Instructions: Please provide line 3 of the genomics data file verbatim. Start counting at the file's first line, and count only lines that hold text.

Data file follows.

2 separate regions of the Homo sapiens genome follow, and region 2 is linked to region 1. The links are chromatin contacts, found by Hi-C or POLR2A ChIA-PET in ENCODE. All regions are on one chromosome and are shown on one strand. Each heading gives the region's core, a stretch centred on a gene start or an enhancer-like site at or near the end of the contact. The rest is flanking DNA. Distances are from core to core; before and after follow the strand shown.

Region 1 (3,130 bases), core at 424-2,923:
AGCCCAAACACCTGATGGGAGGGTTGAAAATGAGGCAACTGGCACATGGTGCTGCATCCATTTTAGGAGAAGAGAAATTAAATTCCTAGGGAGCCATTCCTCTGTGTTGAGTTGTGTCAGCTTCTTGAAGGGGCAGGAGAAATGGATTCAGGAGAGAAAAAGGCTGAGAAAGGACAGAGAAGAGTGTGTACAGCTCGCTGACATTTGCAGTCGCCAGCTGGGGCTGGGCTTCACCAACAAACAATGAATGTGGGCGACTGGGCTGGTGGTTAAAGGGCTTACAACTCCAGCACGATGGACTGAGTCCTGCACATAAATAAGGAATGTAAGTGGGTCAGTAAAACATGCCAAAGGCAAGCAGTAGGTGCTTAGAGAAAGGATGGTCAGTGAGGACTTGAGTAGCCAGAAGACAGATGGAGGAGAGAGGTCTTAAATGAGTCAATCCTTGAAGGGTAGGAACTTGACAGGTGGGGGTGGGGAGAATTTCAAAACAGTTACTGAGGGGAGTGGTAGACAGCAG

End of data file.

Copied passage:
AGCCCAAACACCTGATGGGAGGGTTGAAAATGAGGCAACTGGCACATGGTGCTGCATCCATTTTAGGAGAAGAGAAATTAAATTCCTAGGGAGCCATTCCTCTGTGTTGAGTTGTGTCAGCTTCTTGAAGGGGCAGGAGAAATGGATTCAGGAGAGAAAAAGGCTGAGAAAGGACAGAGAAGAGTGTGTACAGCTCGCTGACATTTGCAGTCGCCAGCTGGGGCTGGGCTTCACCAACAAACAATGAATGTGGGCGACTGGGCTGGTGGTTAAAGGGCTTACAACTCCAGCACGATGGACTGAGTCCTGCACATAAATAAGGAATGTAAGTGGGTCAGTAAAACATGCCAAAGGCAAGCAGTAGGTGCTTAGAGAAAGGATGGTCAGTGAGGACTTGAGTAGCCAGAAGACAGATGGAGGAGAGAGGTCTTAAATGAGTCAATCCTTGAAGGGTAGGAACTTGACAGGTGGGGGTGGGGAGAATTTCAAAACAGTTACTGAGGGGAGTGGTAGACAGCAG